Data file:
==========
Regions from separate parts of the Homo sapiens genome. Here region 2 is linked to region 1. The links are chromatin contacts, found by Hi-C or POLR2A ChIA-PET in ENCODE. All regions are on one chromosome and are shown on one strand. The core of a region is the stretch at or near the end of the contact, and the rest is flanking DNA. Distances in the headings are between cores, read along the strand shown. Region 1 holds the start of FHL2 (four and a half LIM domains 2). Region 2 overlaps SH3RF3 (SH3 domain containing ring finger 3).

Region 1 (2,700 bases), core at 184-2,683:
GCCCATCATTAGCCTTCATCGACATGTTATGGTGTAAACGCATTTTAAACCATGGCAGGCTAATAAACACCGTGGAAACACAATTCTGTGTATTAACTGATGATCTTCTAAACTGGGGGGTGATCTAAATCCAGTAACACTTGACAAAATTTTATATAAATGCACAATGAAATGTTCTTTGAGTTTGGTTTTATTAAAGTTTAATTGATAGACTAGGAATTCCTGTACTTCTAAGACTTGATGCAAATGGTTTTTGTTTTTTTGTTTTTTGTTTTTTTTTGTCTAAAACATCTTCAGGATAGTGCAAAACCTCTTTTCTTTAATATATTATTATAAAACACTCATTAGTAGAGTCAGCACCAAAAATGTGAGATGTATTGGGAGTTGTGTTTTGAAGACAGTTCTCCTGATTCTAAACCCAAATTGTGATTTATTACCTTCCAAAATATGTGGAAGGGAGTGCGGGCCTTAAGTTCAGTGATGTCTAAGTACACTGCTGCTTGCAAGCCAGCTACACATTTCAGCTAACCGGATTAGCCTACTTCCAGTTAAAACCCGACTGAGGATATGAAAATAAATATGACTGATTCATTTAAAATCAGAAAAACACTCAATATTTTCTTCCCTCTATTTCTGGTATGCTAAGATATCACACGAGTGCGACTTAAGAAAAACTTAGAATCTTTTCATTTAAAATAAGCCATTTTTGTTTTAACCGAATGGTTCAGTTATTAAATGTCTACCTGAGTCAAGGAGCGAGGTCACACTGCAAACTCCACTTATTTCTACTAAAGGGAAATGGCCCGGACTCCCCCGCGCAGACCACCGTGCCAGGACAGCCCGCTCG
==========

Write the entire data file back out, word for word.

Regions from separate parts of the Homo sapiens genome. Here region 2 is linked to region 1. The links are chromatin contacts, found by Hi-C or POLR2A ChIA-PET in ENCODE. All regions are on one chromosome and are shown on one strand. The core of a region is the stretch at or near the end of the contact, and the rest is flanking DNA. Distances in the headings are between cores, read along the strand shown. Region 1 holds the start of FHL2 (four and a half LIM domains 2). Region 2 overlaps SH3RF3 (SH3 domain containing ring finger 3).

Region 1 (2,700 bases), core at 184-2,683:
GCCCATCATTAGCCTTCATCGACATGTTATGGTGTAAACGCATTTTAAACCATGGCAGGCTAATAAACACCGTGGAAACACAATTCTGTGTATTAACTGATGATCTTCTAAACTGGGGGGTGATCTAAATCCAGTAACACTTGACAAAATTTTATATAAATGCACAATGAAATGTTCTTTGAGTTTGGTTTTATTAAAGTTTAATTGATAGACTAGGAATTCCTGTACTTCTAAGACTTGATGCAAATGGTTTTTGTTTTTTTGTTTTTTGTTTTTTTTTGTCTAAAACATCTTCAGGATAGTGCAAAACCTCTTTTCTTTAATATATTATTATAAAACACTCATTAGTAGAGTCAGCACCAAAAATGTGAGATGTATTGGGAGTTGTGTTTTGAAGACAGTTCTCCTGATTCTAAACCCAAATTGTGATTTATTACCTTCCAAAATATGTGGAAGGGAGTGCGGGCCTTAAGTTCAGTGATGTCTAAGTACACTGCTGCTTGCAAGCCAGCTACACATTTCAGCTAACCGGATTAGCCTACTTCCAGTTAAAACCCGACTGAGGATATGAAAATAAATATGACTGATTCATTTAAAATCAGAAAAACACTCAATATTTTCTTCCCTCTATTTCTGGTATGCTAAGATATCACACGAGTGCGACTTAAGAAAAACTTAGAATCTTTTCATTTAAAATAAGCCATTTTTGTTTTAACCGAATGGTTCAGTTATTAAATGTCTACCTGAGTCAAGGAGCGAGGTCACACTGCAAACTCCACTTATTTCTACTAAAGGGAAATGGCCCGGACTCCCCCGCGCAGACCACCGTGCCAGGACAGCCCGCTCG